Second-Sync-logo-2You might have noticed, we like to shout about our awesome tech scene here in the South West. In fact, it’s TechSPARK’s whole reason for being. From one person startups like Hugh Fulljames’ brilliant Perceiv, through to giants like HP Labs, we’re lucky enough to live in a region which thrives on tech innovation and creativity, such as Second Sync.

Not all make it; for every Brightpearl, there are a few unsuccessful projects which sadly fall by the wayside. But sometimes our tech brethrens come up with something so special it catches the eyes, and wallets, of some of the biggest global players.

That’s certainly the story of Second Sync, the social media analytics tool developed by Bristol-based brothers Andy and Ted Littledale.

Deal or no deal

It’s not uncommon for a social media giant to delve into the startup buffet of course, gobbling up another team to satiate its considerable appetite. But that activity is generally confined to the other side of the Atlantic.

In April 2014 however, Twitter stuck its beak into our area (so to speak), and announced that Second Sync, based at the time in Aardman Studios, would be joining its ranks in a move to develop its relationship with the television and advertising industries outside of America.

This was only the second acquisition of a UK startup by Twitter, its first being the £25million deal for TweetDeck in 2011.


 Aard core: The Aardman offices where Second Sync started out

It wasn’t just Twitter that had its attention piqued by Second Sync either. Rumours were that the Twitter takeover was sparked by a Facebook deal – Zuckerberg’s baby had announced that it had struck a partnership with Second Sync a couple of months before. At the time, MD Andy Littledale had said: “We are looking forward to working with Facebook to bring this data to market, initially in the UK and US.”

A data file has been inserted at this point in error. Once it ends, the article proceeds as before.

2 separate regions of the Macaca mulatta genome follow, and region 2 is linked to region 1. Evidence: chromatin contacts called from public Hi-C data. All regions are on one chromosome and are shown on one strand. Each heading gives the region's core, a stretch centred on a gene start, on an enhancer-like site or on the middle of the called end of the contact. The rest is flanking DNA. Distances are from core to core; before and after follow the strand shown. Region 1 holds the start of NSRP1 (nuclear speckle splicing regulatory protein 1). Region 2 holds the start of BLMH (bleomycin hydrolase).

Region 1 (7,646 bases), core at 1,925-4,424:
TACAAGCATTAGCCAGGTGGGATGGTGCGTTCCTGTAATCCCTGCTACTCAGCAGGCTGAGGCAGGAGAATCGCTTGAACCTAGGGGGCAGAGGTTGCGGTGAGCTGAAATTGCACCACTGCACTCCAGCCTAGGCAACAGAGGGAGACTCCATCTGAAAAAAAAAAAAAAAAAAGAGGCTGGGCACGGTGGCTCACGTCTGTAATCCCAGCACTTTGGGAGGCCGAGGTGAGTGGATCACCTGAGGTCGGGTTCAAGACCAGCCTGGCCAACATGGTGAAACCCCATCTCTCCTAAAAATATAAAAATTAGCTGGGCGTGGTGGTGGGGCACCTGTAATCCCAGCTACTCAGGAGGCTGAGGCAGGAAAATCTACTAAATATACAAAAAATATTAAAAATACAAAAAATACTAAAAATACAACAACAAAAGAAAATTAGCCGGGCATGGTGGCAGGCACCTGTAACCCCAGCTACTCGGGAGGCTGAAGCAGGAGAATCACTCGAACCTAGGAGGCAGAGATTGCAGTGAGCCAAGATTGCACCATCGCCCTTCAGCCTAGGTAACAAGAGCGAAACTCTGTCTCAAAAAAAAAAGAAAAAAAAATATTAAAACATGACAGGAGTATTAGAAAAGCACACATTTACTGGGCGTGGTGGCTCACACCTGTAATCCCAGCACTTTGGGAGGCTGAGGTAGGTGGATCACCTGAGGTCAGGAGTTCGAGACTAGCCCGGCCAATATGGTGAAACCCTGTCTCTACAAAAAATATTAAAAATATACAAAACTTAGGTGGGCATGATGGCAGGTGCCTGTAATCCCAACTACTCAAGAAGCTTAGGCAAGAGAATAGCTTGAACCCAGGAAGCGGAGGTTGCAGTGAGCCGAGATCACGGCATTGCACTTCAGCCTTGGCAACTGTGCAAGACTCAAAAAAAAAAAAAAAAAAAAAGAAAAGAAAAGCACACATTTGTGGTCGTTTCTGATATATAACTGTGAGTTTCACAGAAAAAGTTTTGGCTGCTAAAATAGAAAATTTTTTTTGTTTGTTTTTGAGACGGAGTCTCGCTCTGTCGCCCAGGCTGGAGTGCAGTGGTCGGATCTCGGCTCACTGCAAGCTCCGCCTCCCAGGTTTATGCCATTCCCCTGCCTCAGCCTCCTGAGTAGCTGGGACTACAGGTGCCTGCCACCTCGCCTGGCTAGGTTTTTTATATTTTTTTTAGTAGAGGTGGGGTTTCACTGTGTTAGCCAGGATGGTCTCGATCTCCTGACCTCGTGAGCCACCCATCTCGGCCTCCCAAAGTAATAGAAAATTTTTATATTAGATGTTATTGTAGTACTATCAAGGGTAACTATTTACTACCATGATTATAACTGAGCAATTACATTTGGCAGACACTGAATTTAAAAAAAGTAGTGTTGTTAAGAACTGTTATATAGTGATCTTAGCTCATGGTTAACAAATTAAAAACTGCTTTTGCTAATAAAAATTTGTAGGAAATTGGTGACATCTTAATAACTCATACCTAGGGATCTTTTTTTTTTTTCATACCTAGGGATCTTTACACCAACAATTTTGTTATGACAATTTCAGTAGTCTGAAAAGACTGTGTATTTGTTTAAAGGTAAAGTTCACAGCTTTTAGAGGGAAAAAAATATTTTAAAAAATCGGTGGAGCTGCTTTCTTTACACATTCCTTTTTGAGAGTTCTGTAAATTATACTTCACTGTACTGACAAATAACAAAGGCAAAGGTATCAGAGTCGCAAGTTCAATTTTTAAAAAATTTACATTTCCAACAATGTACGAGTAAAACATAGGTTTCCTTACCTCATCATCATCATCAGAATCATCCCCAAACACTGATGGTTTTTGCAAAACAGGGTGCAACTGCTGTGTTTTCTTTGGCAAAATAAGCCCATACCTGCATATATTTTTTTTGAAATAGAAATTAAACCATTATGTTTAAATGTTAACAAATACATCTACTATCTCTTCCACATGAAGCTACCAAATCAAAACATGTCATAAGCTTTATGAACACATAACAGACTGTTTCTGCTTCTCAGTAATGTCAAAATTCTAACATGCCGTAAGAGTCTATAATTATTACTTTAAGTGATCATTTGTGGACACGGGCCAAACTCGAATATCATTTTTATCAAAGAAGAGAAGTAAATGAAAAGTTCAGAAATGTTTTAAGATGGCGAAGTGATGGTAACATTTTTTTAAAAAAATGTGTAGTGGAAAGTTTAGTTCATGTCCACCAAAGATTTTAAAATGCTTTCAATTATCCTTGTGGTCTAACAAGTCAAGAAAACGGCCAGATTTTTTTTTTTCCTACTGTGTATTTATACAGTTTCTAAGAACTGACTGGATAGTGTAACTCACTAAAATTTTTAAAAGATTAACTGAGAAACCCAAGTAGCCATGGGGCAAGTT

That was until Twitter well and truly gazumped the deal.

Two social media giants, locking horns over who is going to own the business. Quite a leap from Second Sync’s humble start.

Bristol beginnings

The Littledale brothers, Andy and Ted, come from a background of computer development, working for the BBC and numerous media-based tech businesses around the city, before they teamed up with their friends Lee Carre and Dan Fairs to officially form the company in 2011.

The startup was aided by a grant from the Going For Growth campaign, a West of England Local Enterprise Partnership (LEP) initiative supported by the Bristol Post.

“The amount of tweets generated for the different acts in Britain’s Got Talent 2012 actually predicted the order of the final results”


As with many startups, the original iteration of the business was very different to the one it became. They started by building TV show apps for ‘second screen’ viewing, providing viewers with additional information that synced with the show. For instance they developed an app to accompany Frozen Planet, which would tell viewers more about the different animals as they appeared.

One aspect of this ‘second screen’ app was a Twitter widget showing stats and reactions to the show. They quickly realised how powerful this tool could be and abandoned their original plan, to focus solely on social media analytics.

As Ted Littledale said, in a presentation for BBC Academy: “All this time there have been conversations going on about TV shows, but that’s all been happening in the living room. But with the advent of social media that conversation is more and more moving on to the web, especially Twitter. We spotted the opportunity to harness this data.”

The correlation between tweets and engagement is so strong in fact that the amount of tweets generated for the different acts in Britain’s Got Talent 2012 actually predicted the order of the final results. With budgets and commissioning increasingly influenced by social media chatter, it’s easy to see why the big boys were interested.

Mentoring for tech startups

Second Sync, now wholly owned and repackaged by Twitter as @TwitterTVUK, is testament to what can be done with a great idea and the nurturing support currently available in the West of England.

Second Sync has publicly expressed its gratitude for the support it has received, and the influence of the region is clear to see: “There are lots of people we’d like to thank who helped us on an amazing journey. Firstly our fantastic staff for all their hard work and commitment…the Technology Strategy Board for the grants they provided in the early days, to SETSquared for great business advice, to Techhub our London base, and to Aardman Animations for an amazing and creative office space.”

Second Sync has become an inspirational story for tech startups in Bristol and shows what can be achieved with a great idea and the right support. Its future will now be entwined with that of Twitter and it has already given up its space at both Aardman and the Google Campus to join its London HQ. But we’re sure the brothers would be the first to acknowledge the influence and help from the South West.

Second Sync are one of many South West success stories, of course. To keep your finger on the pulse of the tech scene in the region, why not follow us on Twitter.